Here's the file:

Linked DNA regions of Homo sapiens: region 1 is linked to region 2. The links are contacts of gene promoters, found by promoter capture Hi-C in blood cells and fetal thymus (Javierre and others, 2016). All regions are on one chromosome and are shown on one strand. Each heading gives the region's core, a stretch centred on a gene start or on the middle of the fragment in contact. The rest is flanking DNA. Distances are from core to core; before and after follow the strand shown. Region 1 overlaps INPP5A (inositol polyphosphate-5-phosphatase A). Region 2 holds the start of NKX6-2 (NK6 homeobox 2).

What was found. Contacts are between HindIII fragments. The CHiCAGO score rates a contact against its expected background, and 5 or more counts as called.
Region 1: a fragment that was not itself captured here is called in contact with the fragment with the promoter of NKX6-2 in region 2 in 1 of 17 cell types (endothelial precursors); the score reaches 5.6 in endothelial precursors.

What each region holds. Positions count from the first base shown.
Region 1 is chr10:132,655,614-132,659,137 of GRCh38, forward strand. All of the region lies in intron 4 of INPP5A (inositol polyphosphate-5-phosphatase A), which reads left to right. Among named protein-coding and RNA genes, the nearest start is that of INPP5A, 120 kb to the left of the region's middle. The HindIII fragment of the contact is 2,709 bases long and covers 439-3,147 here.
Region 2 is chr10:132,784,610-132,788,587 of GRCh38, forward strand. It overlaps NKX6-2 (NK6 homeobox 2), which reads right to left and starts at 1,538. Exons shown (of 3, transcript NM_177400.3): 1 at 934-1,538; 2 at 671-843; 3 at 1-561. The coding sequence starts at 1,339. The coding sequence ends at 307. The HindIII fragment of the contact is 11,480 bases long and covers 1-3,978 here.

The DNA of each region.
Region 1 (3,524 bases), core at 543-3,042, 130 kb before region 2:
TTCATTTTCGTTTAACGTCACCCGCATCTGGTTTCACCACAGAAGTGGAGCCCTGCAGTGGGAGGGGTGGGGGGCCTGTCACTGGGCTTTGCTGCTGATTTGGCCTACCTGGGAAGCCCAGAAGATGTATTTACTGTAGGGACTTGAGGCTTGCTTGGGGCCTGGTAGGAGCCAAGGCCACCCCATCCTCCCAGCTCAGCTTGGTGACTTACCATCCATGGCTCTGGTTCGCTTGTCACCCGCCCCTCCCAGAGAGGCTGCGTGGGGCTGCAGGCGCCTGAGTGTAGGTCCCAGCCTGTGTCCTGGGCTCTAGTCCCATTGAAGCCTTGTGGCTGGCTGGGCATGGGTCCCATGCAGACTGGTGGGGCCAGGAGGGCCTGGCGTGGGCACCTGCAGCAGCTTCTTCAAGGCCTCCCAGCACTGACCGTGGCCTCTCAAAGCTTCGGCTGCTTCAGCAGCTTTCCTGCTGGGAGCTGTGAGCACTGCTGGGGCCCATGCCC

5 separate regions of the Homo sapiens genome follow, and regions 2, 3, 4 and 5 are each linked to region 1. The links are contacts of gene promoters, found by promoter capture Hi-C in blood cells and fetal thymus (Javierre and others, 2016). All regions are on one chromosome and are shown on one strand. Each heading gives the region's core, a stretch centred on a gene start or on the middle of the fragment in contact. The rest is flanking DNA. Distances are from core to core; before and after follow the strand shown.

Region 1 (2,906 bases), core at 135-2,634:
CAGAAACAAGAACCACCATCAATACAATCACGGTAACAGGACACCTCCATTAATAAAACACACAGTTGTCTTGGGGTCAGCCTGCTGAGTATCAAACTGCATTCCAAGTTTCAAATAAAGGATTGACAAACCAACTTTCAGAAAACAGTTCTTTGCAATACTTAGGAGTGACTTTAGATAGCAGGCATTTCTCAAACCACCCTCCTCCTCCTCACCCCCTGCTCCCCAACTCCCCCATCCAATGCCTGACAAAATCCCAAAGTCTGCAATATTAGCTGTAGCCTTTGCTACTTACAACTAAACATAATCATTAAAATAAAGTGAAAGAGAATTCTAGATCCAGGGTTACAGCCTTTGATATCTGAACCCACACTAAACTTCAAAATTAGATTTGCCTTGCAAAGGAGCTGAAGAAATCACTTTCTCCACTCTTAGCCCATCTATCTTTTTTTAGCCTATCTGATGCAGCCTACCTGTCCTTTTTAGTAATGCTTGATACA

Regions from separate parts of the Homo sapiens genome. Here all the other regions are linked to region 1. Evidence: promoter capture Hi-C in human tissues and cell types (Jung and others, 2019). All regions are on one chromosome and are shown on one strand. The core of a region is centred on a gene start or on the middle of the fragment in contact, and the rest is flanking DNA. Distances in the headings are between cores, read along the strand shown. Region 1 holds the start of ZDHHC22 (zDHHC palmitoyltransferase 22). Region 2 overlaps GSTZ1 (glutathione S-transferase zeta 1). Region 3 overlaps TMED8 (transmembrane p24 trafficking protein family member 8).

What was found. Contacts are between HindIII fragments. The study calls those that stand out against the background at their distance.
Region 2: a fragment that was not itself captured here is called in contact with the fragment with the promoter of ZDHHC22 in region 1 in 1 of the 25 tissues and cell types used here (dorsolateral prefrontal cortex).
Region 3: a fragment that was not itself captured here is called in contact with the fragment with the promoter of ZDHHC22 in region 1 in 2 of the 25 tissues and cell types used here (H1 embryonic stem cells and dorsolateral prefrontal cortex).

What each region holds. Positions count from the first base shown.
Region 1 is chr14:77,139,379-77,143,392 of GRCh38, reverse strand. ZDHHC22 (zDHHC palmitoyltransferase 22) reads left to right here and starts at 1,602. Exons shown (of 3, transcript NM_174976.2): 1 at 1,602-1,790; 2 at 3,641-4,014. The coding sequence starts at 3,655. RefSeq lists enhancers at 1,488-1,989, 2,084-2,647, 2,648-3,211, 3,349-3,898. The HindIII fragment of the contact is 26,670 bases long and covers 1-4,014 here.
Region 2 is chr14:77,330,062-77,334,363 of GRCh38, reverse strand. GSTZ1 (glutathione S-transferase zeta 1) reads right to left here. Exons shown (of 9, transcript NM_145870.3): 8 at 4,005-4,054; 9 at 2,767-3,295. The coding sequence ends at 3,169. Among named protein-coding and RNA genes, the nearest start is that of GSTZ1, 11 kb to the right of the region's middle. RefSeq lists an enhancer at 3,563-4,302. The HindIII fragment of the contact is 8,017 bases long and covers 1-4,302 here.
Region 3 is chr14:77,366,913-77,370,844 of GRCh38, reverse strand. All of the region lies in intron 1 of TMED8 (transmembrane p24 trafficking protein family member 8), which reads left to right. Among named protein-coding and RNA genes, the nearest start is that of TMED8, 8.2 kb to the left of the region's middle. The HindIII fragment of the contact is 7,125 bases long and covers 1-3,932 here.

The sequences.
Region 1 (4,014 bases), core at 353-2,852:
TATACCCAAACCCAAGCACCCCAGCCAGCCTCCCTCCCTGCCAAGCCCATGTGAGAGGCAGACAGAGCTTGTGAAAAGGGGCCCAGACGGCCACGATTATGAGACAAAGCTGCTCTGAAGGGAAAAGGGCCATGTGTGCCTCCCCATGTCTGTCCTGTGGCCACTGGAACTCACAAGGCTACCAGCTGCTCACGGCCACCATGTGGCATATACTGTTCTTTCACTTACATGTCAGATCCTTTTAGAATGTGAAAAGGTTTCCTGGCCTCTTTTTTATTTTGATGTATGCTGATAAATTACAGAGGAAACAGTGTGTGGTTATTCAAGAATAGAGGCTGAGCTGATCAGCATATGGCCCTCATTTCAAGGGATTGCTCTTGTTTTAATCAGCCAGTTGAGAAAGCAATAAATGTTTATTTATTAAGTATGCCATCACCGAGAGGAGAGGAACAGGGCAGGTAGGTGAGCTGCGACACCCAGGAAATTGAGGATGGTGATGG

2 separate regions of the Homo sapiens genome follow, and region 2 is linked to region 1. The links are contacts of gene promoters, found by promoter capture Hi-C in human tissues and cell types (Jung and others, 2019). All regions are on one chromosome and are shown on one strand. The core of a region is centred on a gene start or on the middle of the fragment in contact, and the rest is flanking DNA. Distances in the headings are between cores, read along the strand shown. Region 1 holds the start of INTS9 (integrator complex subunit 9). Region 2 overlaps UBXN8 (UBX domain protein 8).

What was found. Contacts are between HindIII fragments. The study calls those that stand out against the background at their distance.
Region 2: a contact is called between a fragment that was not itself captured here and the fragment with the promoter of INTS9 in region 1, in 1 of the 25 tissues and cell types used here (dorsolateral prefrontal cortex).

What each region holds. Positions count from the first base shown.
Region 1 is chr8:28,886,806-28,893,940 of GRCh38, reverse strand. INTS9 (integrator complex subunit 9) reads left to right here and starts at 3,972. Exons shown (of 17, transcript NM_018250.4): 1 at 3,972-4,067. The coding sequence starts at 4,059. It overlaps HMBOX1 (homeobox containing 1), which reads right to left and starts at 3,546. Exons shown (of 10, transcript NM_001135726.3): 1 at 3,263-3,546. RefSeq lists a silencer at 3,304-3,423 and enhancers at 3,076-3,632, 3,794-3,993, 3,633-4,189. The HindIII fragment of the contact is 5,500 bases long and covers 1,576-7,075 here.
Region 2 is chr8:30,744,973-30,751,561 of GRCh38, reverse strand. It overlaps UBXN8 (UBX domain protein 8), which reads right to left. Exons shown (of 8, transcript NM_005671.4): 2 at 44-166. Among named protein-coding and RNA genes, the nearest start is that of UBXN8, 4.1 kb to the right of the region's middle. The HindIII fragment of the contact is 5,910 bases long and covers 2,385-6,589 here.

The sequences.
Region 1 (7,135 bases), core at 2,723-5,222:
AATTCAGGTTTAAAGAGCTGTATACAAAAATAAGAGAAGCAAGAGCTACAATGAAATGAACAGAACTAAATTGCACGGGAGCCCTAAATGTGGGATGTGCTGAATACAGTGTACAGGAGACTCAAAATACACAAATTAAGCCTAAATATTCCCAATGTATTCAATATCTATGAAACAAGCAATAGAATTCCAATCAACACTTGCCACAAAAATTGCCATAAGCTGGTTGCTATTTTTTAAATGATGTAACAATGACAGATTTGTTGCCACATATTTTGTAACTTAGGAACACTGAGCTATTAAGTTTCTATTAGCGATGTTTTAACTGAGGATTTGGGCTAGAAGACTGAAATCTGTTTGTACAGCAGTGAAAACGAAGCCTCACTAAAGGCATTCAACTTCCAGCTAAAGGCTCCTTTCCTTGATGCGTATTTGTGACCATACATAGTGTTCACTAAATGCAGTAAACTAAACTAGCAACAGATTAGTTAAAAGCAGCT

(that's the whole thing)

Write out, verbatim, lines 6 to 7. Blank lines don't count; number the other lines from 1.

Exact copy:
Region 2 is chr10:132,784,610-132,788,587 of GRCh38, forward strand. It overlaps NKX6-2 (NK6 homeobox 2), which reads right to left and starts at 1,538. Exons shown (of 3, transcript NM_177400.3): 1 at 934-1,538; 2 at 671-843; 3 at 1-561. The coding sequence starts at 1,339. The coding sequence ends at 307. The HindIII fragment of the contact is 11,480 bases long and covers 1-3,978 here.

The DNA of each region.